20 years of Hrithik Roshan: How the actor has managed to maintain his superstar aura through highs and lows
Hrithik Roshan bridged the gap between the ilks of the 'seniors,' Khans, Akshay Kumar, and Ajay Devgn, and the 'juniors' Ranbir Kapoor and Ranveer Singh.
In the two decades since his first film, Hrithik Roshan has not only delivered on the promise of the dream debut he made with Kaho Naa... Pyaar Hai (2000) but has more than lived up to the expectations of being the last old-school Hindi film superstar.
He was launched by his father, Rakesh Roshan, in Kaho Naa... Pyaar Hai, designed as any traditional star son launch. Hrithik was the center of just about everything. While it is true that the film was interesting, and had more than a few moments, there was no doubt that it was a vehicle to showcase Hrithik’s prowess as an actor and performer.
Released on 14 January 2000, Kaho Naa... Pyaar Hai had a lot riding on it. For starters, Rakesh had hit a rough patch as a filmmaker with the failure of the much-hyped Koyla (1997), and Hrithik was also not the only star-son on whom the spotlight rested. With the rumours of Abhishek Bachchan being launched by JP Dutta in Aakhri Mughal alongside Dilip Kumar, and then-new find Bipasha Basu, the industry was abuzz with the 'next superstar' on the anvil.
By comparison, Hrithik’s unconventional looks and the teething troubles with Kaho Naa... Pyaar Hai, where his co-star Kareena Kapoor Khan walked out believing the screenplay tilted in his favour, made his debut far from picture-perfect. Moreover, the film released between two tentpole films Phir Bhi Dil Hai Hindustani and Mela, that featured the box office colossus Shah Rukh Khan and Juhi Chawla, and the superstar who had redefined the trade, Aamir Khan, respectively.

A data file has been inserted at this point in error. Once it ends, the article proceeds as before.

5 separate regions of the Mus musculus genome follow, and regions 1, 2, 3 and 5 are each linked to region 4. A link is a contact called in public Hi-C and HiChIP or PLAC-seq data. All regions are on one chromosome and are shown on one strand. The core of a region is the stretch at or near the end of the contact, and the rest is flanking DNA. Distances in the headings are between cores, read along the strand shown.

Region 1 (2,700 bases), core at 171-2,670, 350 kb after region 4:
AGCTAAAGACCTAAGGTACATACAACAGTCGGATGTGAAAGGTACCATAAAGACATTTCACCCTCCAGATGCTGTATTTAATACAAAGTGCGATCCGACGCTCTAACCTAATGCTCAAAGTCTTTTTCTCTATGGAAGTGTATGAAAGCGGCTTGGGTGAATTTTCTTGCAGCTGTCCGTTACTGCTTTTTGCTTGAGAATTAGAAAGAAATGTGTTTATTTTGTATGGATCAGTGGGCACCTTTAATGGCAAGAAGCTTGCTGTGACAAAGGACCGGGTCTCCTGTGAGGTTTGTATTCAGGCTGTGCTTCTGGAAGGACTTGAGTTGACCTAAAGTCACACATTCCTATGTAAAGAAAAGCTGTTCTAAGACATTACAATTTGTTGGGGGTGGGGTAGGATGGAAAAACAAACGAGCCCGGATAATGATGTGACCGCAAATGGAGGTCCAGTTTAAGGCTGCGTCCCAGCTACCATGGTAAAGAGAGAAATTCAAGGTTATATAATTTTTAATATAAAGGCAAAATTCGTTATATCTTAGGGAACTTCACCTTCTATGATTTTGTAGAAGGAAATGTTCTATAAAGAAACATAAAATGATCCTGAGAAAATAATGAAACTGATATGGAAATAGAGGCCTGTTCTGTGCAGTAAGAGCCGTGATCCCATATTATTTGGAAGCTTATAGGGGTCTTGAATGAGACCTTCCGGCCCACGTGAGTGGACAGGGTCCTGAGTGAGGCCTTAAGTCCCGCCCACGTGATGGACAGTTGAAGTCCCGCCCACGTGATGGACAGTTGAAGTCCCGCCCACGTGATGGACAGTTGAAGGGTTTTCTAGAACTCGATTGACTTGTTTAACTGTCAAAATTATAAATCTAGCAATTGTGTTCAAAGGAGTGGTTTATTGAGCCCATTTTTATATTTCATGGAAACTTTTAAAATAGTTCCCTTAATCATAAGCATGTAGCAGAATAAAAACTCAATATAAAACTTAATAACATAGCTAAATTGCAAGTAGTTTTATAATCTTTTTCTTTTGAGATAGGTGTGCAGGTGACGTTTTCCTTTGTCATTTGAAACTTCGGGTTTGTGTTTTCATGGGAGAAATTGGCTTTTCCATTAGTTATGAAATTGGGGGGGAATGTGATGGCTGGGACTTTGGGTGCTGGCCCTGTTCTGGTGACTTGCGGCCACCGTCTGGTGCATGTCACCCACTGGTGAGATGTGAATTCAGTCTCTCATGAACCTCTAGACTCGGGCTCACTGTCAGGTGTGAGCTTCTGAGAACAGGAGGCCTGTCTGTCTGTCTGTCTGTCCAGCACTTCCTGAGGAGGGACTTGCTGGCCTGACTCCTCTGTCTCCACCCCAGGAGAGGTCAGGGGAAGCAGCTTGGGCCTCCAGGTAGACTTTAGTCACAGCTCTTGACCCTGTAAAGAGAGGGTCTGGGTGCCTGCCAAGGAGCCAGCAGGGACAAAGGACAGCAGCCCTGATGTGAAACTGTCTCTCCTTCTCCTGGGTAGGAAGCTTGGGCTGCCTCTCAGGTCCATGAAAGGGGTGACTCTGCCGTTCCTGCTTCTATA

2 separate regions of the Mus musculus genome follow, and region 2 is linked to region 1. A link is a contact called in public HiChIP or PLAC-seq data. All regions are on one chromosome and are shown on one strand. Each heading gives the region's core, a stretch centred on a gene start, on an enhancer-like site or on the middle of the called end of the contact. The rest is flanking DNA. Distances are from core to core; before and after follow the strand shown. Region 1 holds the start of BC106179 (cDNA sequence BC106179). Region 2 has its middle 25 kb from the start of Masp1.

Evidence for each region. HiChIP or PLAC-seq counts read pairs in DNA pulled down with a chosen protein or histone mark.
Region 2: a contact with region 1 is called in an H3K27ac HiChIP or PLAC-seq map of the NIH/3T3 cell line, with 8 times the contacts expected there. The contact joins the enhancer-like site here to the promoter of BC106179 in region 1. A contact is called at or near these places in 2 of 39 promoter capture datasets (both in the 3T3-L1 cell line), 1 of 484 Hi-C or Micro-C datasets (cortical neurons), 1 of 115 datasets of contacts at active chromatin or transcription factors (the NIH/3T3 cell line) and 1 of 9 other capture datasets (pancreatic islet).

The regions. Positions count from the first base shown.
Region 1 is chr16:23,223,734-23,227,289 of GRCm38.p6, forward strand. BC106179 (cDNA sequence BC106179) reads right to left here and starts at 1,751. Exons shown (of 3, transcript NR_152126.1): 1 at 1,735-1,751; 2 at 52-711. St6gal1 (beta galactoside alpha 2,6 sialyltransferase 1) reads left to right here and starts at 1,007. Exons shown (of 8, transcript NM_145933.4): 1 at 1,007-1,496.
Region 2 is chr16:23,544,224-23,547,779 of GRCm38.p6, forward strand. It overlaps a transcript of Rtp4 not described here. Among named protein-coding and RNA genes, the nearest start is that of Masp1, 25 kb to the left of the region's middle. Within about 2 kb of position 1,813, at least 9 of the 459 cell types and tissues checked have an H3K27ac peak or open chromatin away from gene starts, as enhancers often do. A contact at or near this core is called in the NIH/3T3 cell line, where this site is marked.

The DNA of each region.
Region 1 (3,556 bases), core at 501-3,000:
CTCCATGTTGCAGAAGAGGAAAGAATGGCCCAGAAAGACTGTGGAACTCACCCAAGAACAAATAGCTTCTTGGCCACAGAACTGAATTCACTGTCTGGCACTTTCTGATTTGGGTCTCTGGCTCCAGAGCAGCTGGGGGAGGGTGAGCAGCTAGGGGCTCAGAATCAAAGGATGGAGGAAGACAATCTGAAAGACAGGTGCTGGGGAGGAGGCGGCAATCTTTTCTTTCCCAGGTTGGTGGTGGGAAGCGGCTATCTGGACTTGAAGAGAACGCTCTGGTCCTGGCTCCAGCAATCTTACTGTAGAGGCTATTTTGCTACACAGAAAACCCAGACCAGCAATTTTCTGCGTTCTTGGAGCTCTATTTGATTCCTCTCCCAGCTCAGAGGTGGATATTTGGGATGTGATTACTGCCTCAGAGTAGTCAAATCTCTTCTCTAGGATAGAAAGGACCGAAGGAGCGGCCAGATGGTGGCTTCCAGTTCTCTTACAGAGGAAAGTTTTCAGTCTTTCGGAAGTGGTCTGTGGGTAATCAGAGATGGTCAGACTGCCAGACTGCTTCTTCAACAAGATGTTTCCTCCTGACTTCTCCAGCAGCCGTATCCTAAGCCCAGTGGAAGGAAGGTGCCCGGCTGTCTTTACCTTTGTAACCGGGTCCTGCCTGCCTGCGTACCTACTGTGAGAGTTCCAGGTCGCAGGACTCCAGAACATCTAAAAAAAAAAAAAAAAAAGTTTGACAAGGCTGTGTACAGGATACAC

The runaway success of Kaho Naa... Pyaar Hai left everyone shocked beyond belief. Up until that point, Rakesh was not really considered to be an A-league filmmaker despite having been consistently successful at the box office. He had directed some of the top names of the era, like Rekha, Jackie Shroff, Madhuri Dixit, and Anil Kapoor, and had given Salman Khan a new lease of life with Karan Arjun (1995). The film had also become the biggest commercially successful film of Shah Rukh Khan’s career till that point. It would not be entirely incorrect to say the success of Kaho Naa... Pyaar Hai attached a greater sense of respectability to Rakesh as a filmmaker, and he has not looked back since then.
In many ways, there was a premonition about Hrithik and Abhishek being the last of the superstars as far as the traditional Hindi film industry could see. The trade was transforming thanks to the multiplexes. The old world was being shown the door. Stars such as Jackie Shroff, Sunny Deol, Anil Kapoor, and Govinda were no longer able to command the same stature. The three Khans, Aamir, Salman, and SRK, along with Akshay Kumar and Ajay Devgn, were the mainstay.
In this aspect, Hrithik managed to connect not only with the traditional audience (read: single screen) but also carved a niche for himself in the minds of the new generation of viewers. The failure of Abhishek and Kareena’s launch, Refugee (2000), also added to the aura of Hrithik. Unlike Bachchan junior, Hrithik had signed on films before the release of Kaho Naa... Pyaar Hai. Suddenly, his newfound superstar status made the likes of Subhash Ghai and Vidhu Vinod Chopra redesign their films. While Chopra’s Mission: Kashmir (2000) or Karan Johar’s Kabhi Khushi Kabhie Gham... (2001) might not have undergone a significant overhaul in terms of Hrithik’s screen time, Yaadein (2000) made adjustments beyond normal to accommodate the biggest star on its roster. Similarly, films like Fiza (2000), Roshan’s first release after Kaho Naa... Pyaar Hai, benefited from his success even though he had the second billing after Karisma Kapoor.